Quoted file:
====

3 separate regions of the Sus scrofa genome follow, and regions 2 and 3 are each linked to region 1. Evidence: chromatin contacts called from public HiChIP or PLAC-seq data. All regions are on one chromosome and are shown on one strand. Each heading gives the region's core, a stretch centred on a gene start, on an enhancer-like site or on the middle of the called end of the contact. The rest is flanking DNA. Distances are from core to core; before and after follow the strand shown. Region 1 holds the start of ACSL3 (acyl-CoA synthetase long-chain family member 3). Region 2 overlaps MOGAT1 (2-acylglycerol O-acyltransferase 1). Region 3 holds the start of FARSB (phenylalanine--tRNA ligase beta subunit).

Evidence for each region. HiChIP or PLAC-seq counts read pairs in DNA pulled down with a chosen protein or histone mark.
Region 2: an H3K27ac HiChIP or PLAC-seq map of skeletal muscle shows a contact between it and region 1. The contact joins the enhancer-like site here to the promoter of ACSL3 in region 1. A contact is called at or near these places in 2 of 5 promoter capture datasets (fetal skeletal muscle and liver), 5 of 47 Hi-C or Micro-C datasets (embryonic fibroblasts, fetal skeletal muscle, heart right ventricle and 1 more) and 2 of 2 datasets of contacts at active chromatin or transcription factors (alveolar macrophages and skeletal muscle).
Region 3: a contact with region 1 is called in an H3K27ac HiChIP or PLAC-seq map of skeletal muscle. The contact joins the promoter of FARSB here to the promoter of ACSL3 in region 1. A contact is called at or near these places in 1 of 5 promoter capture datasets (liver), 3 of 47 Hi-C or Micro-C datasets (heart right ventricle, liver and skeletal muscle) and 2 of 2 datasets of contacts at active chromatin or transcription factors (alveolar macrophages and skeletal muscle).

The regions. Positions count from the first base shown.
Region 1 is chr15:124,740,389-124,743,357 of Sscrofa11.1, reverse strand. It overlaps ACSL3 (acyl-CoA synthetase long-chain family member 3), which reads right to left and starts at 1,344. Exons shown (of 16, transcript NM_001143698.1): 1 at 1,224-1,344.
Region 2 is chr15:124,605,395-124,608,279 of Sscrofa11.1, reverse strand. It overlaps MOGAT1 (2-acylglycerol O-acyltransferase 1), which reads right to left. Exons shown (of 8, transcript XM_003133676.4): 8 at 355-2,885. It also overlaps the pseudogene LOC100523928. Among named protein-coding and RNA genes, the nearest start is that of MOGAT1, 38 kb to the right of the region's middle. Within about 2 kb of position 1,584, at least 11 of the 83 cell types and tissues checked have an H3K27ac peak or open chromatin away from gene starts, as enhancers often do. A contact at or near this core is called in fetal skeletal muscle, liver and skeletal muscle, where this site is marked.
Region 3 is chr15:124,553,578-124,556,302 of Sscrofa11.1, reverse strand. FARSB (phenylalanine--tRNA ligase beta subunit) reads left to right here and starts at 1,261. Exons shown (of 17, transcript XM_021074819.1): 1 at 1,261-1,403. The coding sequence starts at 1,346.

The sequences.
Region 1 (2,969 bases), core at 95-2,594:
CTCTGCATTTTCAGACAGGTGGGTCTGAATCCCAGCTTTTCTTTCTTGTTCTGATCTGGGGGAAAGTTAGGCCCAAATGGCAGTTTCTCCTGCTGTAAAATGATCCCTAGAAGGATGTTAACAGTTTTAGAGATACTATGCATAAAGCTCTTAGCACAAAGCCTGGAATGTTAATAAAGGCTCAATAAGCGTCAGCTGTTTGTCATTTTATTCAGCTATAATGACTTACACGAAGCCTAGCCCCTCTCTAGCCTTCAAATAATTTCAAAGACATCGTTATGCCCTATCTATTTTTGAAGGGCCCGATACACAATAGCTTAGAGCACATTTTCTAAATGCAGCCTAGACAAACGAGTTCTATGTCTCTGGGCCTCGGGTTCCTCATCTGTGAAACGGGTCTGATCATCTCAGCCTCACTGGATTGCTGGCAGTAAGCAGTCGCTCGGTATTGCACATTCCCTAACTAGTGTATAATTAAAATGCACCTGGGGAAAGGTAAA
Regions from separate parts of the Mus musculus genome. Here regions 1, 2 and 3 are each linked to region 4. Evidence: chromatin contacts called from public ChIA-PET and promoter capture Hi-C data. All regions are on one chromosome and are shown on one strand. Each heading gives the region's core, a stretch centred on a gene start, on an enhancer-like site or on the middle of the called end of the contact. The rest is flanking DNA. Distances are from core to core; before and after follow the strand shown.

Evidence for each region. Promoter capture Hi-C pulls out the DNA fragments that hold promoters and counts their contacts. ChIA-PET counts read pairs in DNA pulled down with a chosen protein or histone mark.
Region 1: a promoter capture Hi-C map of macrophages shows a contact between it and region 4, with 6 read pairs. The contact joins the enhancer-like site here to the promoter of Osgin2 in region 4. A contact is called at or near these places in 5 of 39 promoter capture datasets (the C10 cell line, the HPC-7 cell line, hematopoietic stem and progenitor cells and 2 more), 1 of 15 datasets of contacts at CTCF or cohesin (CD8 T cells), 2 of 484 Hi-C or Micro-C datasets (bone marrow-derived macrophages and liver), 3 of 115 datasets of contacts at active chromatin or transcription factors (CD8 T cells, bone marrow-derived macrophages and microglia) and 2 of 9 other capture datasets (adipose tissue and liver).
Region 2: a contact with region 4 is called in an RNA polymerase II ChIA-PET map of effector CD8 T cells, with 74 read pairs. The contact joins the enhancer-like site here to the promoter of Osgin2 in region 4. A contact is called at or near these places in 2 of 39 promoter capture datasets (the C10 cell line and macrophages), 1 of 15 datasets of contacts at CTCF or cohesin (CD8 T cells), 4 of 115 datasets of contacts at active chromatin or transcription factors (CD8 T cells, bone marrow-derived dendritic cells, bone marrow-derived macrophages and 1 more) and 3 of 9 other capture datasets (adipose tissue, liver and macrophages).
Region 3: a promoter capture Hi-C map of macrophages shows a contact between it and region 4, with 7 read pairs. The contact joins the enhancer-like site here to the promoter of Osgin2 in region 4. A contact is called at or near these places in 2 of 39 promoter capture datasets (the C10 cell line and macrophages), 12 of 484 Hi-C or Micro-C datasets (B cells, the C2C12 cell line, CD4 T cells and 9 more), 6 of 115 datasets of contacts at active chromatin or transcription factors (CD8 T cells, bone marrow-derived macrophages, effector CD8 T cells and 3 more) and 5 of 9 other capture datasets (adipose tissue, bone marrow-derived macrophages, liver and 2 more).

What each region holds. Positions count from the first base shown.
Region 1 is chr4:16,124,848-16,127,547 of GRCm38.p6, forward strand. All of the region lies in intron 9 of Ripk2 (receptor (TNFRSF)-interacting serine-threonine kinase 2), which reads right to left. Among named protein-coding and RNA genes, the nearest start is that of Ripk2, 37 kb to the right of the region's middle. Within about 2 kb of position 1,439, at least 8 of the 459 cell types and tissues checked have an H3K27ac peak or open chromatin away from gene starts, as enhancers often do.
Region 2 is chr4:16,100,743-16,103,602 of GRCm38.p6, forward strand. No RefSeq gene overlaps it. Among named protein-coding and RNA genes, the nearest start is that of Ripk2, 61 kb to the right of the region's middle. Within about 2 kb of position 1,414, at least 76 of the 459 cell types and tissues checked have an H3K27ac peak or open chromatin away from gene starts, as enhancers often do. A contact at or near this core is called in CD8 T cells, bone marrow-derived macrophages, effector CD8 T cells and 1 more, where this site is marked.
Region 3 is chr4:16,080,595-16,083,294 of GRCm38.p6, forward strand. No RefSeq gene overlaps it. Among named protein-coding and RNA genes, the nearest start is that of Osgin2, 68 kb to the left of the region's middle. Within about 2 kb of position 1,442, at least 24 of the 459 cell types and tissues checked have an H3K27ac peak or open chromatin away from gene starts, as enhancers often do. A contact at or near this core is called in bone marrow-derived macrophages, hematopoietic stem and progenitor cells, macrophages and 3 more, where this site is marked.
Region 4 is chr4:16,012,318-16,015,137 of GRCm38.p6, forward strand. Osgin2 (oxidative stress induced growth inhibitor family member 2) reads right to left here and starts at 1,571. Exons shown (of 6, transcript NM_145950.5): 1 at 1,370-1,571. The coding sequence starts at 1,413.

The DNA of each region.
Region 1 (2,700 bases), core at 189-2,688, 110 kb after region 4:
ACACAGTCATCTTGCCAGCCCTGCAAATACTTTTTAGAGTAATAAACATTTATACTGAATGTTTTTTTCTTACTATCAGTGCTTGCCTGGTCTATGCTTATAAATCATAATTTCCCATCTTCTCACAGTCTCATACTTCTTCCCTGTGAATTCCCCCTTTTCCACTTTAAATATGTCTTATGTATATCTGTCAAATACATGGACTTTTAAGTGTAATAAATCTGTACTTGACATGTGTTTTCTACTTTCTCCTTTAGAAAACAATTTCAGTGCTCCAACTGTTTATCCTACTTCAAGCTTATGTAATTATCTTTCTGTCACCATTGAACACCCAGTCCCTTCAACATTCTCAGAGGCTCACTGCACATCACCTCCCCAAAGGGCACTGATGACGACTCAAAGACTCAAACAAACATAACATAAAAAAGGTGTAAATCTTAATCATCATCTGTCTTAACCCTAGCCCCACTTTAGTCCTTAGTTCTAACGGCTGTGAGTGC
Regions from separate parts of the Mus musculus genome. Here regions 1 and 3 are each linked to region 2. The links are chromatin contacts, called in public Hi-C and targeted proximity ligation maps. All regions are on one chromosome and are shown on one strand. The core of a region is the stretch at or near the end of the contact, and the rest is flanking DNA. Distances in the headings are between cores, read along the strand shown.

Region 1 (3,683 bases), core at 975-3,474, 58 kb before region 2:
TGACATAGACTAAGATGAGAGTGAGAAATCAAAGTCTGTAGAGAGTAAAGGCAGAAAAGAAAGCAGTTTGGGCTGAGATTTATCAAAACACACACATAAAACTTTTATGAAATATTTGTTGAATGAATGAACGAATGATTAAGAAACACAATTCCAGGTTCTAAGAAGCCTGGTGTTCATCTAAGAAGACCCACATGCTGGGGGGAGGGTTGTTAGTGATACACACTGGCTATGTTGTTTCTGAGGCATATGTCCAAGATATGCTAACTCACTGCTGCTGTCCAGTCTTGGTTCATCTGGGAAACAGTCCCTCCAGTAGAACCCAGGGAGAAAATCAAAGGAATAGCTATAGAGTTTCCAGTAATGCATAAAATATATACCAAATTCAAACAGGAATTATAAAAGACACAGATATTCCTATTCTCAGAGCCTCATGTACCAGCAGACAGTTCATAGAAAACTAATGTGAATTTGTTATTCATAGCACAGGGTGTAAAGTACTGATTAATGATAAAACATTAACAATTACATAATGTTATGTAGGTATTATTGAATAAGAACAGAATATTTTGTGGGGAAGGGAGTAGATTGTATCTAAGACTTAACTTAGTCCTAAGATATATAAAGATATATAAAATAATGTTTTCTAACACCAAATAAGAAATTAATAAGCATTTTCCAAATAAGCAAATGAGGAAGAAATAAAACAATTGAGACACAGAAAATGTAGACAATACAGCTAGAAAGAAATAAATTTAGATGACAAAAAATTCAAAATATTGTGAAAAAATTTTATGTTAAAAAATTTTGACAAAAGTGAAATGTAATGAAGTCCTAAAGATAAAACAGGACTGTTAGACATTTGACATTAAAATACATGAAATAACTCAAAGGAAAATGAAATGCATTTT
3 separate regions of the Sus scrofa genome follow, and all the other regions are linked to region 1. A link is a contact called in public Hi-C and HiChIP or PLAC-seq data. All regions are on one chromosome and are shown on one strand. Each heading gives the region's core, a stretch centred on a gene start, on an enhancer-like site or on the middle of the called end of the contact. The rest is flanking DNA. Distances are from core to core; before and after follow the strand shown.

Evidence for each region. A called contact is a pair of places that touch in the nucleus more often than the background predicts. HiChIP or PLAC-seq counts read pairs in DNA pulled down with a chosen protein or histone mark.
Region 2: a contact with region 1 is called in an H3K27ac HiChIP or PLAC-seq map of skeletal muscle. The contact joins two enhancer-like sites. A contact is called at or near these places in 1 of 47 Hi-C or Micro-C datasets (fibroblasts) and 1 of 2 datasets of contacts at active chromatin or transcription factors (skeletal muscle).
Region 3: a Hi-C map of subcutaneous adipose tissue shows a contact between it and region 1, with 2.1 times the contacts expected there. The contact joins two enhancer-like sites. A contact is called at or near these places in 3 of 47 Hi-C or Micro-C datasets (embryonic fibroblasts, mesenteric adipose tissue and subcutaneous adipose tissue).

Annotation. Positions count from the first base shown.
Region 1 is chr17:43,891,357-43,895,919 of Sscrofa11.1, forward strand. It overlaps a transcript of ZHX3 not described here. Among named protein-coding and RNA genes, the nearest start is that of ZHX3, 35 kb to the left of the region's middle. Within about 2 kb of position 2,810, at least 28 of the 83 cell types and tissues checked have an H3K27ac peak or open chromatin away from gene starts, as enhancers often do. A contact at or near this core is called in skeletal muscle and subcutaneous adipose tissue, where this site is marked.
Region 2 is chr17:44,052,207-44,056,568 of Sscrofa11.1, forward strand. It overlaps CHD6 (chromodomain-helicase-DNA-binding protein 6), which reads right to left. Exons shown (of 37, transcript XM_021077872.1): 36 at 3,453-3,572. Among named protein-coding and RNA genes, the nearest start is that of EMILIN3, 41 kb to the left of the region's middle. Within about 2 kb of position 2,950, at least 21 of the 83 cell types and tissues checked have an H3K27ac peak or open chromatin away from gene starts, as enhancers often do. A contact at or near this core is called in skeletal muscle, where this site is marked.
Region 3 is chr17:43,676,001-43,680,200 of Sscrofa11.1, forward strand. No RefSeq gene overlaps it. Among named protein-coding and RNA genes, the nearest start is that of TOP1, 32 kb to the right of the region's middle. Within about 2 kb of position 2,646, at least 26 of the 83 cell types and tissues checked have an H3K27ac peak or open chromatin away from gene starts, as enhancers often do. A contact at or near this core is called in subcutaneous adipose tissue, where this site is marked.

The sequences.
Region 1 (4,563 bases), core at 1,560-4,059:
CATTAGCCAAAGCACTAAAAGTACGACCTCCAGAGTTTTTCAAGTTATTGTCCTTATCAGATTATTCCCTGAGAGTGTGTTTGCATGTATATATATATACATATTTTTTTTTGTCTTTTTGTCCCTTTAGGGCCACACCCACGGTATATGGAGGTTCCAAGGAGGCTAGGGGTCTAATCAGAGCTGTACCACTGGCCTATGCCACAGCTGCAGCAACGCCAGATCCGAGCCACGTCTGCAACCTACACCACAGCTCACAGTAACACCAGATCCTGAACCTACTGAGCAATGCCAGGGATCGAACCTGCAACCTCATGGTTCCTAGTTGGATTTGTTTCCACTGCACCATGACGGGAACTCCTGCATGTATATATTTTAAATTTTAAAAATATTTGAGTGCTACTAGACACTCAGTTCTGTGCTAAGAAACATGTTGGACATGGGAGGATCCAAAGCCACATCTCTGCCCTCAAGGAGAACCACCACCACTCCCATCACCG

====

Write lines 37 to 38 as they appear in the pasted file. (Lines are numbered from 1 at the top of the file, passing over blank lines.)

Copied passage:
Region 1 (4,563 bases), core at 1,560-4,059:
CATTAGCCAAAGCACTAAAAGTACGACCTCCAGAGTTTTTCAAGTTATTGTCCTTATCAGATTATTCCCTGAGAGTGTGTTTGCATGTATATATATATACATATTTTTTTTTGTCTTTTTGTCCCTTTAGGGCCACACCCACGGTATATGGAGGTTCCAAGGAGGCTAGGGGTCTAATCAGAGCTGTACCACTGGCCTATGCCACAGCTGCAGCAACGCCAGATCCGAGCCACGTCTGCAACCTACACCACAGCTCACAGTAACACCAGATCCTGAACCTACTGAGCAATGCCAGGGATCGAACCTGCAACCTCATGGTTCCTAGTTGGATTTGTTTCCACTGCACCATGACGGGAACTCCTGCATGTATATATTTTAAATTTTAAAAATATTTGAGTGCTACTAGACACTCAGTTCTGTGCTAAGAAACATGTTGGACATGGGAGGATCCAAAGCCACATCTCTGCCCTCAAGGAGAACCACCACCACTCCCATCACCG